Article 10 of the International Maritime Consultative Organisation (IMCO) (as it then was) Convention for the Prevention of Pollution from Ships 1973 provides that any dispute between two or more Parties to the Convention concerning the interpretation or application of the present Convention shall, if settlement by negotiation between the Parties involved has not been possible, be submitted upon request of any of them to arbitration as set out in the Protocol to the Convention. Interestingly, another format is found in Article 11 of the European Interim Agreement on Social Security 1953 where in Clause 3, the parties provide that where the dispute has not been settled by negotiation within a period of three months, it shall be settled by arbitration or in default of such agreement, within a further period of three months by an arbitrator chosen at the request of any of the Contracting Parties concerned by the President of the International Court of Justice (ICJ). Article 9 of the Genocide Convention of 1948 and Article 64 of the 1965 Convention on the Settlement of Investment Disputes call upon States to submit the unresolved dispute to the ICJ.
If ADR techniques fail, then it is likely that the parties may choose to submit to the ICll
The international organizations set up for dispute resolution are the Permanent Court of Arbitration (PCA), the ICJ (formerly the PCIJ) and numerous other mixed claims commissions established by the concerned State parties.? After the conclusion of the United
IThere are four articles of the Statute of the IC] that deserve special mention, namely Articles 26, 27, 28 and 29. These articles empower the Court to form one or more chambers from time to time for dealing with particular categories of cases. A judgment given by the chambers is considered to be a judgment rendered by the court. The chambers may sit and exercise their functions elsewhere than at The Hague. To speedily dispose cases, the Court is annually required to form a chamber composed of five judges which at the request of the parties, may hear and determine cases by summary procedure.
For judges who find it impossible to sit, replacements are appointed. (See Rules of the ICJ).
2See Hudson, Manley, By Pacific Means: The Implementation oj Article Two oj the Pact oj Paris (London: Yale University Press, 1935) at pp 5 20.
LOCAL REMEDIES IN LAW OF THE SEA DISPUTES IN ASEAN 209
Nations Conference on the Law of the Sea (UNCLOS) I in 1958, the Optional Protocol of Signatures Concerning the Compulsory Settlement of Disputes was drafted and a dispute was a cause of action that was defined under Article 40 of the Statute of the IC]. Disputes are brought before the IC] once the first rule in international law is satisfied that is, that States are entitled to assert their rights at international law when they bring claims on behalf of their citizens or companies once the rules on the nationality of claims and on the exhaustion of local remedies have been fulfilled. The five original States of ASEAN are members of the UN and have acquiesced in the present rules of international law for dispute settlement and to this extent they have adopted a UN General Assembly Resolution 2103 (XX), 20 December 1965 where they declared:
The faithful observance of the principles of international law concerning friendly relations and co-operation among States in accordance with the Charter of the United Nations is of paramount importance for the maintenance of international peace and security and the improvement of the international situation.
Chapters VI to VIII of the UN Charter provide for the pacific settlement of disputes, and for action that may be taken by the Security Council with respect to threat to peace and regional arrangements that may be resorted to by states for the maintenance of international peace and security. Article 33 on preventive diplomacy, requires parties to any dispute to seek a solution by negotiation, enquiry, mediation, conciliation, arbitration, judicial settlement, resort to regional agencies or arrangements, or other peaceful means of their own choice.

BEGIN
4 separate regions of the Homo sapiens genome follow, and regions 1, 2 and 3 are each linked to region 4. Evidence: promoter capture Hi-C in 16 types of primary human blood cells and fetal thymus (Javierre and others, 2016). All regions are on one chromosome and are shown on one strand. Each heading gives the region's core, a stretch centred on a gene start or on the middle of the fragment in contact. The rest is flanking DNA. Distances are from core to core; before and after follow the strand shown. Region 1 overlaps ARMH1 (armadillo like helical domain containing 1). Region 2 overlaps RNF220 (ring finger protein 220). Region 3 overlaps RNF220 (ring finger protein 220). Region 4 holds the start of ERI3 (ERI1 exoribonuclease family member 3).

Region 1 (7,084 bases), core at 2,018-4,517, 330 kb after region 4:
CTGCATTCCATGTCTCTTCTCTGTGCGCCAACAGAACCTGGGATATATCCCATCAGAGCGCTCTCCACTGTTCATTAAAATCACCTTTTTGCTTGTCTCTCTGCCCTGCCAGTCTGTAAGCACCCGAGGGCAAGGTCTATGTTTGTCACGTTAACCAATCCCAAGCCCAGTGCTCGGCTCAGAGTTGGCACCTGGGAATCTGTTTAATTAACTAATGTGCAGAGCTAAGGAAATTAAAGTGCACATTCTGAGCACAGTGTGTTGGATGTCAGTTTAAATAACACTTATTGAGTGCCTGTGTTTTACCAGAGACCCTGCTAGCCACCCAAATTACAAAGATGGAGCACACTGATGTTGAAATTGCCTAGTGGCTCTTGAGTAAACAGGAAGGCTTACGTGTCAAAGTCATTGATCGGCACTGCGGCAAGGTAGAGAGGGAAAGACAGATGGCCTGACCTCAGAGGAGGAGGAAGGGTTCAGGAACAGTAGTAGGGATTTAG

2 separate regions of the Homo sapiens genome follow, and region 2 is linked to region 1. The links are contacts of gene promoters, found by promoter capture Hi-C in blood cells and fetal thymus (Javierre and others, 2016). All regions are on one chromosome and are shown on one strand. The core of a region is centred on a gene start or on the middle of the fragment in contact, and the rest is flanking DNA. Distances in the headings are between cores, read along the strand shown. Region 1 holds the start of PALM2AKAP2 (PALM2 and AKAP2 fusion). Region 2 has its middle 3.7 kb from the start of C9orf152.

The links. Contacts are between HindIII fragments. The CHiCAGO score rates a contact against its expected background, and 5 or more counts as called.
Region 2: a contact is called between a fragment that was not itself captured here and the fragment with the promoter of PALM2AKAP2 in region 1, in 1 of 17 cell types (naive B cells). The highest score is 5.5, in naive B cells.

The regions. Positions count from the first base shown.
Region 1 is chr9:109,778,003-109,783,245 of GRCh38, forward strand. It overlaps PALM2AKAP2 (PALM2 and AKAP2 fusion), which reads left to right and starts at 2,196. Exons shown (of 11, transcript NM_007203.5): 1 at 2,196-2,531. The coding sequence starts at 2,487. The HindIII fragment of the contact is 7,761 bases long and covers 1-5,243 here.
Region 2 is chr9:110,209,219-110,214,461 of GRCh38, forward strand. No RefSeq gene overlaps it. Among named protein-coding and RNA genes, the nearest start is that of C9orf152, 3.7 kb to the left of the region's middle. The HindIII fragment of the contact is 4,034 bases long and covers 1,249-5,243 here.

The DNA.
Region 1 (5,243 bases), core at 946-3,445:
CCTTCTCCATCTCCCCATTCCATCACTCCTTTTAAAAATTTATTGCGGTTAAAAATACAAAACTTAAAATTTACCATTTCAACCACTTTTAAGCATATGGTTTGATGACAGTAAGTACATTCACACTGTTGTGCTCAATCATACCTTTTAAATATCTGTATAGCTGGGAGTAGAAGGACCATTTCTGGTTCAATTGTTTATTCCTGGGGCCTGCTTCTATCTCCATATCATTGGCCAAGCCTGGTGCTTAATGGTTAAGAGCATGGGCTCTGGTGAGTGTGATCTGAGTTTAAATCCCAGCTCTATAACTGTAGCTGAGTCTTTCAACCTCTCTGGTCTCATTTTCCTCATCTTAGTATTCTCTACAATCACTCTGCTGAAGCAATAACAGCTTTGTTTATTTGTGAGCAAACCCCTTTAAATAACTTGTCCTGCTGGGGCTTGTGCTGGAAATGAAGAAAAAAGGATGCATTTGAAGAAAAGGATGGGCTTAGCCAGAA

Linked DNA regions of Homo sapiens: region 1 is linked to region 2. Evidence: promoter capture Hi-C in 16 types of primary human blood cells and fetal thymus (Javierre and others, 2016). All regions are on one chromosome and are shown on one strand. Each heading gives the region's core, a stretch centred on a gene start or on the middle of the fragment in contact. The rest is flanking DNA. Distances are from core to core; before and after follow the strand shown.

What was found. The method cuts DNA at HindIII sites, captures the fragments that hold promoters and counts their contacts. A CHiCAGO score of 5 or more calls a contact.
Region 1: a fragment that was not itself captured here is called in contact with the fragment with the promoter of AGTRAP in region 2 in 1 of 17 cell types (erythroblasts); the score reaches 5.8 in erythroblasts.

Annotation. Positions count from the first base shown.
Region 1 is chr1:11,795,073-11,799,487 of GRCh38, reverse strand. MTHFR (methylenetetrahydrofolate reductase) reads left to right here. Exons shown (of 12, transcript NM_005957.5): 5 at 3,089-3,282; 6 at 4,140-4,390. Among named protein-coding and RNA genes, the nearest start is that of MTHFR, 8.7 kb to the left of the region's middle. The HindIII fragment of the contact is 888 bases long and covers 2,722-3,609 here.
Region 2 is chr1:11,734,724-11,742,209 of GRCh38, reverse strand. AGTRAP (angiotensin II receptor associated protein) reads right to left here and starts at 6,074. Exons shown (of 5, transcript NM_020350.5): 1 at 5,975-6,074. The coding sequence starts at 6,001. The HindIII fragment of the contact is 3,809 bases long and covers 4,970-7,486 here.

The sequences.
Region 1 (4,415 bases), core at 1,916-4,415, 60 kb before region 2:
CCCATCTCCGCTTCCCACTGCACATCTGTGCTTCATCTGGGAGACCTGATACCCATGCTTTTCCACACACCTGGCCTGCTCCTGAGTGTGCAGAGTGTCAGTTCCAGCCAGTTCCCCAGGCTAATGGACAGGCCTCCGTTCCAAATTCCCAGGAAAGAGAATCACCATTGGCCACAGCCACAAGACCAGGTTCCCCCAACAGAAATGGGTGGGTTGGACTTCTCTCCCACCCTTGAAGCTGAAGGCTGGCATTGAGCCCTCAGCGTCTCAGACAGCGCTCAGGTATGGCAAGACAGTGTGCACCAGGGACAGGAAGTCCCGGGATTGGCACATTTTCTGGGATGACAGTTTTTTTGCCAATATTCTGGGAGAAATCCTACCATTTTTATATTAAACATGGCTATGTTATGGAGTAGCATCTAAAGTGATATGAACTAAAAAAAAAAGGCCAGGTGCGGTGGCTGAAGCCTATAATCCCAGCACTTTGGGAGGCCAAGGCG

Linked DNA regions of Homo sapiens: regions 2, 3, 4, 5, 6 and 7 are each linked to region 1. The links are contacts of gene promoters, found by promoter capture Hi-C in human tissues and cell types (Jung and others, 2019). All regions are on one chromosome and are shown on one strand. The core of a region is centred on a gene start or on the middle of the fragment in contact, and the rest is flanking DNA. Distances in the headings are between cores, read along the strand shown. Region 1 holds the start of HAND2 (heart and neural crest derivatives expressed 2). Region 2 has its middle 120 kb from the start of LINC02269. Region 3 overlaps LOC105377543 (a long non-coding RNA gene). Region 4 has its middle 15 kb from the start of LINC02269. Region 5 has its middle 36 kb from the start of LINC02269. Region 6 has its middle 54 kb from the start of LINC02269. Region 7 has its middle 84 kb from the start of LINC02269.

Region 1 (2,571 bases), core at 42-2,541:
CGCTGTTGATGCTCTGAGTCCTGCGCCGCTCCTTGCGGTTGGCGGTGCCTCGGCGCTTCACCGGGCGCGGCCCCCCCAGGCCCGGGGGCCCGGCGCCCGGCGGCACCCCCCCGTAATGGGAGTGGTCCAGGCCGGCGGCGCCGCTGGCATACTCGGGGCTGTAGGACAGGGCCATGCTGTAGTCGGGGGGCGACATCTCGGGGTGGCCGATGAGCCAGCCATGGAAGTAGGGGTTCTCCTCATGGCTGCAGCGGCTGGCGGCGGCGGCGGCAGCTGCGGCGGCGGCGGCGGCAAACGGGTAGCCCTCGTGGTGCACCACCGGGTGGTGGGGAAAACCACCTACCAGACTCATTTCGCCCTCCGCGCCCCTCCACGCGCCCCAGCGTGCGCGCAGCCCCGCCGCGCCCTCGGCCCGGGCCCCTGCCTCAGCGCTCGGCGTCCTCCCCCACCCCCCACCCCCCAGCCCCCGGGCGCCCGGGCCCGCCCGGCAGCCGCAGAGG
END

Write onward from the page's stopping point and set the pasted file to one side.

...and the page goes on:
The Security Council has the power under this article to call upon the parties to settle their dispute by such means. Article 34 empowers the Security Council to investigate any dispute, or any situation that could lead to international friction or give rise to dispute in the maintenance of international peace and security.
Under Article 35, UN member States may bring any dispute to the attention of the Security Councilor the General Assembly.
Even a non-member State may bring a dispute to the attention of the
210 SELECTED ISSUES IN TIfE DEVELOPMENT OF MALA YSIAN LA W
General Assembly or the Security Council provided it accepts in advance the obligation of pacific settlement as provided in this Charter. Article 36 is significant as it states that in making recommendations, the Security Council should as a general rule in all legal disputes ensure that the parties refer the dispute to the ICl Where the parties fail to settle a dispute under Article 33, they are required to submit the same to the Security Council. Where in the opinion of the Security Council, the dispute is likely to endanger international peace and security, it may decide to settle under Article 36 or recommend terms of settlement as it considers appropriate. Article 38 provides that without prejudice to Articles 33 to 37, the Security Council may, if all the parties to any dispute so request, make recommendations to the parties with a view to a pacific settlement of the dispute.
Article 66 of the 1969 Vienna Convention on the Law of Treaties deals with procedures for judicial settlement, arbitration and conciliation of issues and refers States to Article 33 of the UN Charter to settle a dispute. Under the terms of Article 66, where no solution has been reached within a 12 month period, any of the parties to a dispute concerning the application or the interpretation of Articles 53 or 64 of the Vienna Convention 1969 may, submit the matter in writing to the IC] for a decision, unless the parties consent to submit the dispute to arbitration. The other method is for the parties, to a dispute concerning the application or the interpretation of any other article in Part V of the Vienna Convention of 1969 according to the procedure specified in the Annex to the Convention, to submit a dispute to the Secretary General of the UN.